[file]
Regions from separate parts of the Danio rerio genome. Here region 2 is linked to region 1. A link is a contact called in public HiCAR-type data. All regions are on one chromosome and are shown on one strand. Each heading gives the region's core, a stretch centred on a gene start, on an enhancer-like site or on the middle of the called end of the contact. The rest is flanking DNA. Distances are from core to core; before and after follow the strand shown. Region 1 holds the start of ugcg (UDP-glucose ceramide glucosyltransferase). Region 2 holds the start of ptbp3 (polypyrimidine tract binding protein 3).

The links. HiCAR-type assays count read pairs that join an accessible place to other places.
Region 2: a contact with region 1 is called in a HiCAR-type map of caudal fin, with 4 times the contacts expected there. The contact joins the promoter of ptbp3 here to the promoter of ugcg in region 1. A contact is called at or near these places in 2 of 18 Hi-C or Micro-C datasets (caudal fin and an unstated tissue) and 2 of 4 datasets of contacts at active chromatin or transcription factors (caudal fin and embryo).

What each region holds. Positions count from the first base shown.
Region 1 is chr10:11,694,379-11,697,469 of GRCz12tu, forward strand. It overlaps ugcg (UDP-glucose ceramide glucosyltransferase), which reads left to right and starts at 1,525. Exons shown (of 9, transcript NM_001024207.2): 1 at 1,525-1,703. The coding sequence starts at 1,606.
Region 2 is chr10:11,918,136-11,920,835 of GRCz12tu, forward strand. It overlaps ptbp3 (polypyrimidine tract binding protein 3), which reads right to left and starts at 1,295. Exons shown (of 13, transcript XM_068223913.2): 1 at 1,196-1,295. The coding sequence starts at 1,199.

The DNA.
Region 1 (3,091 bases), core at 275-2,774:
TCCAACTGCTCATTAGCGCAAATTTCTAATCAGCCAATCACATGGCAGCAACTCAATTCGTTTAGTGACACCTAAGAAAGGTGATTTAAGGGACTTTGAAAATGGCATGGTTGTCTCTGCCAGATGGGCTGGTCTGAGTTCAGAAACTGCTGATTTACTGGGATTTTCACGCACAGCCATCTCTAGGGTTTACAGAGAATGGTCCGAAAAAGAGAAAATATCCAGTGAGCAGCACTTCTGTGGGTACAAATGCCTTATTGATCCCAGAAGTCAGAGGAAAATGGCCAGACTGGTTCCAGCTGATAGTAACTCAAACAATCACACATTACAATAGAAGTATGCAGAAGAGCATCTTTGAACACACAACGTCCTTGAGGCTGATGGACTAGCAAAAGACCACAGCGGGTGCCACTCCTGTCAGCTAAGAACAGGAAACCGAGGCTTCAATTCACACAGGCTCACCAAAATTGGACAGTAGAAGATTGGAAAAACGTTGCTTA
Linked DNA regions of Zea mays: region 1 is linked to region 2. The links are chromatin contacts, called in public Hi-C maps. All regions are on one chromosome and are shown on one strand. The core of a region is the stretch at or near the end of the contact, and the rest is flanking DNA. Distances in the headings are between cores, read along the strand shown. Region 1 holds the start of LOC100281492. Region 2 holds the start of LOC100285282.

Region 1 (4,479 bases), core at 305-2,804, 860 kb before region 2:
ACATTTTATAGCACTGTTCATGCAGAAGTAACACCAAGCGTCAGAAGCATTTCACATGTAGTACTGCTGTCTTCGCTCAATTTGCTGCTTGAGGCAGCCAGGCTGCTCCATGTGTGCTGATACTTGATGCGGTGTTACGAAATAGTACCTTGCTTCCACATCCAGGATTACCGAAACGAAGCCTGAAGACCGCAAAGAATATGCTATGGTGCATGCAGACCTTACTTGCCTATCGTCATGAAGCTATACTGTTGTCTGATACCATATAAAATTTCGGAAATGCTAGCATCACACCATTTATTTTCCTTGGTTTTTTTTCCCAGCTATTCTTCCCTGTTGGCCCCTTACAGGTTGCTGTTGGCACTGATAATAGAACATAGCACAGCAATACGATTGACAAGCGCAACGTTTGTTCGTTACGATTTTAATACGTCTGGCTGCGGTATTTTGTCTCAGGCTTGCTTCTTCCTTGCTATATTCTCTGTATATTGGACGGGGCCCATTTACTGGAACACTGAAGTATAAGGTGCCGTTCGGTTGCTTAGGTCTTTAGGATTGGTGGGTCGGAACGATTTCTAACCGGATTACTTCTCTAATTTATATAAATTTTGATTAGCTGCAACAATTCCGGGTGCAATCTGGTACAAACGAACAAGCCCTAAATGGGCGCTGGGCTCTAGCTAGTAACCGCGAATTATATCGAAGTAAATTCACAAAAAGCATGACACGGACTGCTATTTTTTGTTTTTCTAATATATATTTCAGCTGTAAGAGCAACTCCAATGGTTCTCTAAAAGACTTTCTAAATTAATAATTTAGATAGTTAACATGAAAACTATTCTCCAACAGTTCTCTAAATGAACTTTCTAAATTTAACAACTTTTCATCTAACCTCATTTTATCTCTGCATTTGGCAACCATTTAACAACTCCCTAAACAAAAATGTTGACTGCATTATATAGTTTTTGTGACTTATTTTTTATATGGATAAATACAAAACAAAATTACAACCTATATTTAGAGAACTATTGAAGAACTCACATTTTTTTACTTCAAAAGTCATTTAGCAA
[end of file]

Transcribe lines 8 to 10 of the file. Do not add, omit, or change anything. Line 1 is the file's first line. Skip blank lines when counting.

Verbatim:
Region 1 (3,091 bases), core at 275-2,774:
TCCAACTGCTCATTAGCGCAAATTTCTAATCAGCCAATCACATGGCAGCAACTCAATTCGTTTAGTGACACCTAAGAAAGGTGATTTAAGGGACTTTGAAAATGGCATGGTTGTCTCTGCCAGATGGGCTGGTCTGAGTTCAGAAACTGCTGATTTACTGGGATTTTCACGCACAGCCATCTCTAGGGTTTACAGAGAATGGTCCGAAAAAGAGAAAATATCCAGTGAGCAGCACTTCTGTGGGTACAAATGCCTTATTGATCCCAGAAGTCAGAGGAAAATGGCCAGACTGGTTCCAGCTGATAGTAACTCAAACAATCACACATTACAATAGAAGTATGCAGAAGAGCATCTTTGAACACACAACGTCCTTGAGGCTGATGGACTAGCAAAAGACCACAGCGGGTGCCACTCCTGTCAGCTAAGAACAGGAAACCGAGGCTTCAATTCACACAGGCTCACCAAAATTGGACAGTAGAAGATTGGAAAAACGTTGCTTA
Linked DNA regions of Zea mays: region 1 is linked to region 2. The links are chromatin contacts, called in public Hi-C maps. All regions are on one chromosome and are shown on one strand. The core of a region is the stretch at or near the end of the contact, and the rest is flanking DNA. Distances in the headings are between cores, read along the strand shown. Region 1 holds the start of LOC100281492. Region 2 holds the start of LOC100285282.